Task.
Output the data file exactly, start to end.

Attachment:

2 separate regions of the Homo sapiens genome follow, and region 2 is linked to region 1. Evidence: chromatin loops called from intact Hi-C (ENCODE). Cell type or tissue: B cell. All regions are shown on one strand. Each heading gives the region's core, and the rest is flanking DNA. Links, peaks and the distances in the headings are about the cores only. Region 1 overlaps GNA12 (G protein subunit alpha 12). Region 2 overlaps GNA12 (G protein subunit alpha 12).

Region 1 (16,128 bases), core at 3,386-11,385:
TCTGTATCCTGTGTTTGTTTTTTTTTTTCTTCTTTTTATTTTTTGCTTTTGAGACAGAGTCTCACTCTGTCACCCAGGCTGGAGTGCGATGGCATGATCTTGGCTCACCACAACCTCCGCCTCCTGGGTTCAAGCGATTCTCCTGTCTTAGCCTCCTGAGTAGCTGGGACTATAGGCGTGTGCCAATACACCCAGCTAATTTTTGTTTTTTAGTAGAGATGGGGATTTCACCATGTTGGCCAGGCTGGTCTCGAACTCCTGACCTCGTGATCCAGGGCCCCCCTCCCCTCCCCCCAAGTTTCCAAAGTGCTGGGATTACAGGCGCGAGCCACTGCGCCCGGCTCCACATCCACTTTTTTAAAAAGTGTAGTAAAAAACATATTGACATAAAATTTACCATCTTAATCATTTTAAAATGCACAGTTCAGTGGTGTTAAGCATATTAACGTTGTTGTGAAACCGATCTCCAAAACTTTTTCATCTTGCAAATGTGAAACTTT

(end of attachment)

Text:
2 separate regions of the Homo sapiens genome follow, and region 2 is linked to region 1. Evidence: chromatin loops called from intact Hi-C (ENCODE). Cell type or tissue: B cell. All regions are shown on one strand. Each heading gives the region's core, and the rest is flanking DNA. Links, peaks and the distances in the headings are about the cores only. Region 1 overlaps GNA12 (G protein subunit alpha 12). Region 2 overlaps GNA12 (G protein subunit alpha 12).

Region 1 (16,128 bases), core at 3,386-11,385:
TCTGTATCCTGTGTTTGTTTTTTTTTTTCTTCTTTTTATTTTTTGCTTTTGAGACAGAGTCTCACTCTGTCACCCAGGCTGGAGTGCGATGGCATGATCTTGGCTCACCACAACCTCCGCCTCCTGGGTTCAAGCGATTCTCCTGTCTTAGCCTCCTGAGTAGCTGGGACTATAGGCGTGTGCCAATACACCCAGCTAATTTTTGTTTTTTAGTAGAGATGGGGATTTCACCATGTTGGCCAGGCTGGTCTCGAACTCCTGACCTCGTGATCCAGGGCCCCCCTCCCCTCCCCCCAAGTTTCCAAAGTGCTGGGATTACAGGCGCGAGCCACTGCGCCCGGCTCCACATCCACTTTTTTAAAAAGTGTAGTAAAAAACATATTGACATAAAATTTACCATCTTAATCATTTTAAAATGCACAGTTCAGTGGTGTTAAGCATATTAACGTTGTTGTGAAACCGATCTCCAAAACTTTTTCATCTTGCAAATGTGAAACTTT